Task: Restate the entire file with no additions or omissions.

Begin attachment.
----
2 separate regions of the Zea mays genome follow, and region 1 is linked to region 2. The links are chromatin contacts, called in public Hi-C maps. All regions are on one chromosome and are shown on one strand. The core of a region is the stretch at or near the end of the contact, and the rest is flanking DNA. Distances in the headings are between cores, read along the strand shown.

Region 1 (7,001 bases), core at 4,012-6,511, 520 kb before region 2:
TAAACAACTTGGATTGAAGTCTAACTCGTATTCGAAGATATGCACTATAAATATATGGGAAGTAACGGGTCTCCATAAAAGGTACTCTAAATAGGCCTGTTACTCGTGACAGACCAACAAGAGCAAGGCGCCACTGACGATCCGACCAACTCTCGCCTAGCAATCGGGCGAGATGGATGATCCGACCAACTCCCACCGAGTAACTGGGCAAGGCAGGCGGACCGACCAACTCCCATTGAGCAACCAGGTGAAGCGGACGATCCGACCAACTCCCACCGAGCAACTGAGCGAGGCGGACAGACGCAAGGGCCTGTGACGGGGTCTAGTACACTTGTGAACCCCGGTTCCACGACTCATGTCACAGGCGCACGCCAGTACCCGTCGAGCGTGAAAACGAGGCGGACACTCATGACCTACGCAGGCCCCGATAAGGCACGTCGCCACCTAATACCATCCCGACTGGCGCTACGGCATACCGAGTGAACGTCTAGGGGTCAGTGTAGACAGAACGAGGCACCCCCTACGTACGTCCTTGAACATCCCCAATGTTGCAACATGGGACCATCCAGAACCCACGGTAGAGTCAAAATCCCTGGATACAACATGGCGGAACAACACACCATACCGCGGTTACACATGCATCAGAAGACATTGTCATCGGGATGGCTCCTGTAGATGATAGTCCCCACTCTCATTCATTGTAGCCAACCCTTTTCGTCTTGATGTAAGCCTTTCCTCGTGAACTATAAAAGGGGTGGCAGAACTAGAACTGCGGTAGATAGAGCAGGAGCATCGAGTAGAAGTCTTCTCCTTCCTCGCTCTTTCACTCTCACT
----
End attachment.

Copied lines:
2 separate regions of the Zea mays genome follow, and region 1 is linked to region 2. The links are chromatin contacts, called in public Hi-C maps. All regions are on one chromosome and are shown on one strand. The core of a region is the stretch at or near the end of the contact, and the rest is flanking DNA. Distances in the headings are between cores, read along the strand shown.

Region 1 (7,001 bases), core at 4,012-6,511, 520 kb before region 2:
TAAACAACTTGGATTGAAGTCTAACTCGTATTCGAAGATATGCACTATAAATATATGGGAAGTAACGGGTCTCCATAAAAGGTACTCTAAATAGGCCTGTTACTCGTGACAGACCAACAAGAGCAAGGCGCCACTGACGATCCGACCAACTCTCGCCTAGCAATCGGGCGAGATGGATGATCCGACCAACTCCCACCGAGTAACTGGGCAAGGCAGGCGGACCGACCAACTCCCATTGAGCAACCAGGTGAAGCGGACGATCCGACCAACTCCCACCGAGCAACTGAGCGAGGCGGACAGACGCAAGGGCCTGTGACGGGGTCTAGTACACTTGTGAACCCCGGTTCCACGACTCATGTCACAGGCGCACGCCAGTACCCGTCGAGCGTGAAAACGAGGCGGACACTCATGACCTACGCAGGCCCCGATAAGGCACGTCGCCACCTAATACCATCCCGACTGGCGCTACGGCATACCGAGTGAACGTCTAGGGGTCAGTGTAGACAGAACGAGGCACCCCCTACGTACGTCCTTGAACATCCCCAATGTTGCAACATGGGACCATCCAGAACCCACGGTAGAGTCAAAATCCCTGGATACAACATGGCGGAACAACACACCATACCGCGGTTACACATGCATCAGAAGACATTGTCATCGGGATGGCTCCTGTAGATGATAGTCCCCACTCTCATTCATTGTAGCCAACCCTTTTCGTCTTGATGTAAGCCTTTCCTCGTGAACTATAAAAGGGGTGGCAGAACTAGAACTGCGGTAGATAGAGCAGGAGCATCGAGTAGAAGTCTTCTCCTTCCTCGCTCTTTCACTCTCACT